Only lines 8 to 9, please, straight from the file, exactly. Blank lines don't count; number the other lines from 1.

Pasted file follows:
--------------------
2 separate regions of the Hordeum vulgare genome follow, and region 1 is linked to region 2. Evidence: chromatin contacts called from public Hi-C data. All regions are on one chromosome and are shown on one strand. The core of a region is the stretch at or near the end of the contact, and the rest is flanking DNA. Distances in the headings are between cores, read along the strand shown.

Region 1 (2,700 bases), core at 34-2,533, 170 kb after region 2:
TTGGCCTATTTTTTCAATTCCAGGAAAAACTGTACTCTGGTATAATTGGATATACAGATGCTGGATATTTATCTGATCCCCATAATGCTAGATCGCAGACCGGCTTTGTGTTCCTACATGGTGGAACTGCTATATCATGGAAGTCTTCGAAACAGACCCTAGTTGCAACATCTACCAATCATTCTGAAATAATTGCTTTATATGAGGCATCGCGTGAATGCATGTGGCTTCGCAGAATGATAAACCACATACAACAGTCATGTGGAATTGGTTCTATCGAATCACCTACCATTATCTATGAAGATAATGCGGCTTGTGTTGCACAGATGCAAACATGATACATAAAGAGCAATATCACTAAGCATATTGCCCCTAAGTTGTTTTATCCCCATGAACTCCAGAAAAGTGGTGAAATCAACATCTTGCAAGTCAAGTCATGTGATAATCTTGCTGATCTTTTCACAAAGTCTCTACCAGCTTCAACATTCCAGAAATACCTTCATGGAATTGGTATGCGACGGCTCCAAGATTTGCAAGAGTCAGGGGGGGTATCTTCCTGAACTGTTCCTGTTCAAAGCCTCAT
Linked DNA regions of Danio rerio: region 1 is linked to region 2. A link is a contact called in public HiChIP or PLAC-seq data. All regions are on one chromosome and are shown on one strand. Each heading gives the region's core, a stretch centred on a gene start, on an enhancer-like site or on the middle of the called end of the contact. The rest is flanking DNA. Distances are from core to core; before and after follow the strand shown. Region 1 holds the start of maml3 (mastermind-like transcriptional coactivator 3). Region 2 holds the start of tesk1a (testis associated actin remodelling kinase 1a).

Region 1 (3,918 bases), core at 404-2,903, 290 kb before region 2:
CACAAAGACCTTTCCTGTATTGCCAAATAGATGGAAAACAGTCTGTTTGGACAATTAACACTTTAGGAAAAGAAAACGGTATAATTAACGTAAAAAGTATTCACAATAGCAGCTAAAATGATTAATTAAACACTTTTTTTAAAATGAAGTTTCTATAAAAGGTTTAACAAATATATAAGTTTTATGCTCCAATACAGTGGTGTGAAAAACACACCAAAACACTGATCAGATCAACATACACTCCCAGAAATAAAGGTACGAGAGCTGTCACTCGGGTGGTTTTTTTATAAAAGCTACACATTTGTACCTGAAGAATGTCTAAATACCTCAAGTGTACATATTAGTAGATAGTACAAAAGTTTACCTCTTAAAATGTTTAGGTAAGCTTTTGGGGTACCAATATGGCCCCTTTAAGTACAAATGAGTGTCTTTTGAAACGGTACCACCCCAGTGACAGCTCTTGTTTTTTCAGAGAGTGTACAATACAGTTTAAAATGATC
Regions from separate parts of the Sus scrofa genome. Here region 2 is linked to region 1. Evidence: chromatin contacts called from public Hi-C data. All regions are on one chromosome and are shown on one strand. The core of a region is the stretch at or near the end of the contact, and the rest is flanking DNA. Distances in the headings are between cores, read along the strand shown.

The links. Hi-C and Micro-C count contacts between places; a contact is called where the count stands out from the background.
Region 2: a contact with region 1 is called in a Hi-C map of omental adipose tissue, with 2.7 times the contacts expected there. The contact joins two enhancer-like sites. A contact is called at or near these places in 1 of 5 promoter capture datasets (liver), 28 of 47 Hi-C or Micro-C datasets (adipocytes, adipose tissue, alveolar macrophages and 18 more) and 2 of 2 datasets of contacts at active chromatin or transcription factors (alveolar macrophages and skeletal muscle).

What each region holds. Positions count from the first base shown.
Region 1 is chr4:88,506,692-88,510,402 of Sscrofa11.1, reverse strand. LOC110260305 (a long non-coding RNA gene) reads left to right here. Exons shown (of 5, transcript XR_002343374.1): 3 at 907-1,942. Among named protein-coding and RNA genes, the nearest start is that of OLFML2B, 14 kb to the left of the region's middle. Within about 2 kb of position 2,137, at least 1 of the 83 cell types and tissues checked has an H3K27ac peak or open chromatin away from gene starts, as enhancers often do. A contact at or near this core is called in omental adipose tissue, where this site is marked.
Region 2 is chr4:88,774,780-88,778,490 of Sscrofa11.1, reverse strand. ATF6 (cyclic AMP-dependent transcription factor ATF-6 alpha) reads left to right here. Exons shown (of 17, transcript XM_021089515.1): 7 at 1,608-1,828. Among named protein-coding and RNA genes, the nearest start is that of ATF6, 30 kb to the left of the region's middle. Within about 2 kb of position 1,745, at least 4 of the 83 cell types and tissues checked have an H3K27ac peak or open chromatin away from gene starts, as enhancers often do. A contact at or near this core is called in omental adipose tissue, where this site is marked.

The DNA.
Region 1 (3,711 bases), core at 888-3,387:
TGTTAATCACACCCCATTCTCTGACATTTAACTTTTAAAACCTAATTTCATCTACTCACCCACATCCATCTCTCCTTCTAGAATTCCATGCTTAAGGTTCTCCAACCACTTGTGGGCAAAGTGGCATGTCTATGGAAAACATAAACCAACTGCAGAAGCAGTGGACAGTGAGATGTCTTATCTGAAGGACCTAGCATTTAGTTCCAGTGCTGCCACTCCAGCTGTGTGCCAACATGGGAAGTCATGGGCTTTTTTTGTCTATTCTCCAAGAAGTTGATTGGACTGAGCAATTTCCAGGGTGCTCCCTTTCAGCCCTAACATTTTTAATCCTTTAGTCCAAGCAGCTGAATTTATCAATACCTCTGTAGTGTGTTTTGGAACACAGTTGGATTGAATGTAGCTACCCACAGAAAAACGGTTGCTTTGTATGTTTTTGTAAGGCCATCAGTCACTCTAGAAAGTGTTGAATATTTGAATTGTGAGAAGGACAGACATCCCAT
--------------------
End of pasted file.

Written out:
The links. Hi-C and Micro-C count contacts between places; a contact is called where the count stands out from the background.
Region 2: a contact with region 1 is called in a Hi-C map of omental adipose tissue, with 2.7 times the contacts expected there. The contact joins two enhancer-like sites. A contact is called at or near these places in 1 of 5 promoter capture datasets (liver), 28 of 47 Hi-C or Micro-C datasets (adipocytes, adipose tissue, alveolar macrophages and 18 more) and 2 of 2 datasets of contacts at active chromatin or transcription factors (alveolar macrophages and skeletal muscle).